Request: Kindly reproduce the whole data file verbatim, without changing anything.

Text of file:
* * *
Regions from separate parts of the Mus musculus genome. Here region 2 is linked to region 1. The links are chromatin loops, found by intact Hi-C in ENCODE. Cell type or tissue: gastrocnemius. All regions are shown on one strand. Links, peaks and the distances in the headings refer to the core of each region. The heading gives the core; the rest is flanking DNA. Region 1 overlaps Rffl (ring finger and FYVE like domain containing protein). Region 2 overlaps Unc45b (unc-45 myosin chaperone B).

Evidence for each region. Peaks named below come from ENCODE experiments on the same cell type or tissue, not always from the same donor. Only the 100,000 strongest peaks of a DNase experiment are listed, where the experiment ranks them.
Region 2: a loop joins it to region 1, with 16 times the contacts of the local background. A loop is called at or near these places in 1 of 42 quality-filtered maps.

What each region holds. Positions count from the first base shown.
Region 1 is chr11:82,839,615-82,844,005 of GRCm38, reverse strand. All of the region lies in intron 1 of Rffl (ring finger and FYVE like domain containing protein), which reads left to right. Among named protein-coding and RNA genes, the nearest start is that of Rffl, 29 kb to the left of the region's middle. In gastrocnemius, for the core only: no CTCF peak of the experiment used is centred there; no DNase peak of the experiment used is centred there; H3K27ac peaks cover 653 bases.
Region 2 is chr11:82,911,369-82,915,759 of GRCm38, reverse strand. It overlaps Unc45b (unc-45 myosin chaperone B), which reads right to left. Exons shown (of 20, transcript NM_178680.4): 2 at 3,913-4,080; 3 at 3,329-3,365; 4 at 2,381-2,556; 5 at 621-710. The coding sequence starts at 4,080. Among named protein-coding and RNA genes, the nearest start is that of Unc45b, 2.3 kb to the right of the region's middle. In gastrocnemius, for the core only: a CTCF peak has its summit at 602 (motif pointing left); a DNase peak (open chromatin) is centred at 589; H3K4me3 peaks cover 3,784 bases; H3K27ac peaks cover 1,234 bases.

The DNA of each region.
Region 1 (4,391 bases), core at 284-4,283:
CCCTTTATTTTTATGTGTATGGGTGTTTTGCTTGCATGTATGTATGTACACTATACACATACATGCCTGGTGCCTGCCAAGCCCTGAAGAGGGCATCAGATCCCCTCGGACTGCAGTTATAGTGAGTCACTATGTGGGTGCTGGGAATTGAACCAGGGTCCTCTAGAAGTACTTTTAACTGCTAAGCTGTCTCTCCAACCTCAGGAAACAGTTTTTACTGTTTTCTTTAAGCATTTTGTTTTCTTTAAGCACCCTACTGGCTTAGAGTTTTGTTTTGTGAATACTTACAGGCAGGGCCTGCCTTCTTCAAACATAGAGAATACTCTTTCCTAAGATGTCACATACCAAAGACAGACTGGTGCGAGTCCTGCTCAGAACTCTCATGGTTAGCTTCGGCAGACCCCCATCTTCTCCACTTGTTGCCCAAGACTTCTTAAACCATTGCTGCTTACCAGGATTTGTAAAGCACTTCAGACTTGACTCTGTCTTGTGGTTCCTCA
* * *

Regions from separate parts of the Mus musculus genome. Here region 2 is linked to region 1. The links are chromatin loops, found by intact Hi-C in ENCODE. Cell type or tissue: gastrocnemius. All regions are shown on one strand. Links, peaks and the distances in the headings refer to the core of each region. The heading gives the core; the rest is flanking DNA. Region 1 overlaps Rffl (ring finger and FYVE like domain containing protein). Region 2 overlaps Unc45b (unc-45 myosin chaperone B).

Evidence for each region. Peaks named below come from ENCODE experiments on the same cell type or tissue, not always from the same donor. Only the 100,000 strongest peaks of a DNase experiment are listed, where the experiment ranks them.
Region 2: a loop joins it to region 1, with 16 times the contacts of the local background. A loop is called at or near these places in 1 of 42 quality-filtered maps.

What each region holds. Positions count from the first base shown.
Region 1 is chr11:82,839,615-82,844,005 of GRCm38, reverse strand. All of the region lies in intron 1 of Rffl (ring finger and FYVE like domain containing protein), which reads left to right. Among named protein-coding and RNA genes, the nearest start is that of Rffl, 29 kb to the left of the region's middle. In gastrocnemius, for the core only: no CTCF peak of the experiment used is centred there; no DNase peak of the experiment used is centred there; H3K27ac peaks cover 653 bases.
Region 2 is chr11:82,911,369-82,915,759 of GRCm38, reverse strand. It overlaps Unc45b (unc-45 myosin chaperone B), which reads right to left. Exons shown (of 20, transcript NM_178680.4): 2 at 3,913-4,080; 3 at 3,329-3,365; 4 at 2,381-2,556; 5 at 621-710. The coding sequence starts at 4,080. Among named protein-coding and RNA genes, the nearest start is that of Unc45b, 2.3 kb to the right of the region's middle. In gastrocnemius, for the core only: a CTCF peak has its summit at 602 (motif pointing left); a DNase peak (open chromatin) is centred at 589; H3K4me3 peaks cover 3,784 bases; H3K27ac peaks cover 1,234 bases.

The DNA of each region.
Region 1 (4,391 bases), core at 284-4,283:
CCCTTTATTTTTATGTGTATGGGTGTTTTGCTTGCATGTATGTATGTACACTATACACATACATGCCTGGTGCCTGCCAAGCCCTGAAGAGGGCATCAGATCCCCTCGGACTGCAGTTATAGTGAGTCACTATGTGGGTGCTGGGAATTGAACCAGGGTCCTCTAGAAGTACTTTTAACTGCTAAGCTGTCTCTCCAACCTCAGGAAACAGTTTTTACTGTTTTCTTTAAGCATTTTGTTTTCTTTAAGCACCCTACTGGCTTAGAGTTTTGTTTTGTGAATACTTACAGGCAGGGCCTGCCTTCTTCAAACATAGAGAATACTCTTTCCTAAGATGTCACATACCAAAGACAGACTGGTGCGAGTCCTGCTCAGAACTCTCATGGTTAGCTTCGGCAGACCCCCATCTTCTCCACTTGTTGCCCAAGACTTCTTAAACCATTGCTGCTTACCAGGATTTGTAAAGCACTTCAGACTTGACTCTGTCTTGTGGTTCCTCA